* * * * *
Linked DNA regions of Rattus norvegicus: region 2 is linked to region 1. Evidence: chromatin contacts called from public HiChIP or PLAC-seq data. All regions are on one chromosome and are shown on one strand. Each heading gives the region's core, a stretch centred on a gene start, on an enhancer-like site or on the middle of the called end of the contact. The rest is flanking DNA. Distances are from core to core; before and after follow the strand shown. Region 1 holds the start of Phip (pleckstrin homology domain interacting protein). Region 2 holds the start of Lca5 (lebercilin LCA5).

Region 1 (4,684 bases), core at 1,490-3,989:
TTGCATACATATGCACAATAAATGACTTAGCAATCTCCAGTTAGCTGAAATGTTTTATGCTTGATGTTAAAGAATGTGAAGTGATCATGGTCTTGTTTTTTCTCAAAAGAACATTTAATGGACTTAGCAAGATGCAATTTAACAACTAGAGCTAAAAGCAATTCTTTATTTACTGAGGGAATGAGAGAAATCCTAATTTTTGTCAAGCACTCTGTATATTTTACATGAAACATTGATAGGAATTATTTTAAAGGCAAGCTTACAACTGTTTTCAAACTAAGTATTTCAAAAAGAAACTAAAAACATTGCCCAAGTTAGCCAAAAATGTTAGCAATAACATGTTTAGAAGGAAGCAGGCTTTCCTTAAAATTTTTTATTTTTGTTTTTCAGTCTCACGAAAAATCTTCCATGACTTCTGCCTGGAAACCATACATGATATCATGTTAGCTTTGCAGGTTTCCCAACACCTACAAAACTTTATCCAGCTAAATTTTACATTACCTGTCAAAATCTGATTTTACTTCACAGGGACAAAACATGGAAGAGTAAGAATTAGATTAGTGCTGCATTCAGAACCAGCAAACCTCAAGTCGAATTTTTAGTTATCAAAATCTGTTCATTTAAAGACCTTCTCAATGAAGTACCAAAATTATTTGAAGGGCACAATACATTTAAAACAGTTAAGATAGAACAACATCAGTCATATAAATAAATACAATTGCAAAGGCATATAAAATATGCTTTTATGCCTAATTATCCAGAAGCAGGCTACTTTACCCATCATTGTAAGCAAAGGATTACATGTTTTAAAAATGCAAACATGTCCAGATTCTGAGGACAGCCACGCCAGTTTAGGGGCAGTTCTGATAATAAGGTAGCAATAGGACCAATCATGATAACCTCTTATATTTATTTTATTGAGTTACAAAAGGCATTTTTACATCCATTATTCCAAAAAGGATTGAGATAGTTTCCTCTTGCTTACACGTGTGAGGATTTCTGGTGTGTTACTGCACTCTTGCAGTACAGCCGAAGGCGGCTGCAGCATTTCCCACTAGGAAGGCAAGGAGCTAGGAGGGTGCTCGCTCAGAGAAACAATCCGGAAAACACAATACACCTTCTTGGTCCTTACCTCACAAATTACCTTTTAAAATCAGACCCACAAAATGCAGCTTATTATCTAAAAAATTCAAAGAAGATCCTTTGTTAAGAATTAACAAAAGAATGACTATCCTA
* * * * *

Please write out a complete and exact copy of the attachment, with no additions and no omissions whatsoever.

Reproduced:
Linked DNA regions of Rattus norvegicus: region 2 is linked to region 1. Evidence: chromatin contacts called from public HiChIP or PLAC-seq data. All regions are on one chromosome and are shown on one strand. Each heading gives the region's core, a stretch centred on a gene start, on an enhancer-like site or on the middle of the called end of the contact. The rest is flanking DNA. Distances are from core to core; before and after follow the strand shown. Region 1 holds the start of Phip (pleckstrin homology domain interacting protein). Region 2 holds the start of Lca5 (lebercilin LCA5).

Region 1 (4,684 bases), core at 1,490-3,989:
TTGCATACATATGCACAATAAATGACTTAGCAATCTCCAGTTAGCTGAAATGTTTTATGCTTGATGTTAAAGAATGTGAAGTGATCATGGTCTTGTTTTTTCTCAAAAGAACATTTAATGGACTTAGCAAGATGCAATTTAACAACTAGAGCTAAAAGCAATTCTTTATTTACTGAGGGAATGAGAGAAATCCTAATTTTTGTCAAGCACTCTGTATATTTTACATGAAACATTGATAGGAATTATTTTAAAGGCAAGCTTACAACTGTTTTCAAACTAAGTATTTCAAAAAGAAACTAAAAACATTGCCCAAGTTAGCCAAAAATGTTAGCAATAACATGTTTAGAAGGAAGCAGGCTTTCCTTAAAATTTTTTATTTTTGTTTTTCAGTCTCACGAAAAATCTTCCATGACTTCTGCCTGGAAACCATACATGATATCATGTTAGCTTTGCAGGTTTCCCAACACCTACAAAACTTTATCCAGCTAAATTTTACATTACCTGTCAAAATCTGATTTTACTTCACAGGGACAAAACATGGAAGAGTAAGAATTAGATTAGTGCTGCATTCAGAACCAGCAAACCTCAAGTCGAATTTTTAGTTATCAAAATCTGTTCATTTAAAGACCTTCTCAATGAAGTACCAAAATTATTTGAAGGGCACAATACATTTAAAACAGTTAAGATAGAACAACATCAGTCATATAAATAAATACAATTGCAAAGGCATATAAAATATGCTTTTATGCCTAATTATCCAGAAGCAGGCTACTTTACCCATCATTGTAAGCAAAGGATTACATGTTTTAAAAATGCAAACATGTCCAGATTCTGAGGACAGCCACGCCAGTTTAGGGGCAGTTCTGATAATAAGGTAGCAATAGGACCAATCATGATAACCTCTTATATTTATTTTATTGAGTTACAAAAGGCATTTTTACATCCATTATTCCAAAAAGGATTGAGATAGTTTCCTCTTGCTTACACGTGTGAGGATTTCTGGTGTGTTACTGCACTCTTGCAGTACAGCCGAAGGCGGCTGCAGCATTTCCCACTAGGAAGGCAAGGAGCTAGGAGGGTGCTCGCTCAGAGAAACAATCCGGAAAACACAATACACCTTCTTGGTCCTTACCTCACAAATTACCTTTTAAAATCAGACCCACAAAATGCAGCTTATTATCTAAAAAATTCAAAGAAGATCCTTTGTTAAGAATTAACAAAAGAATGACTATCCTA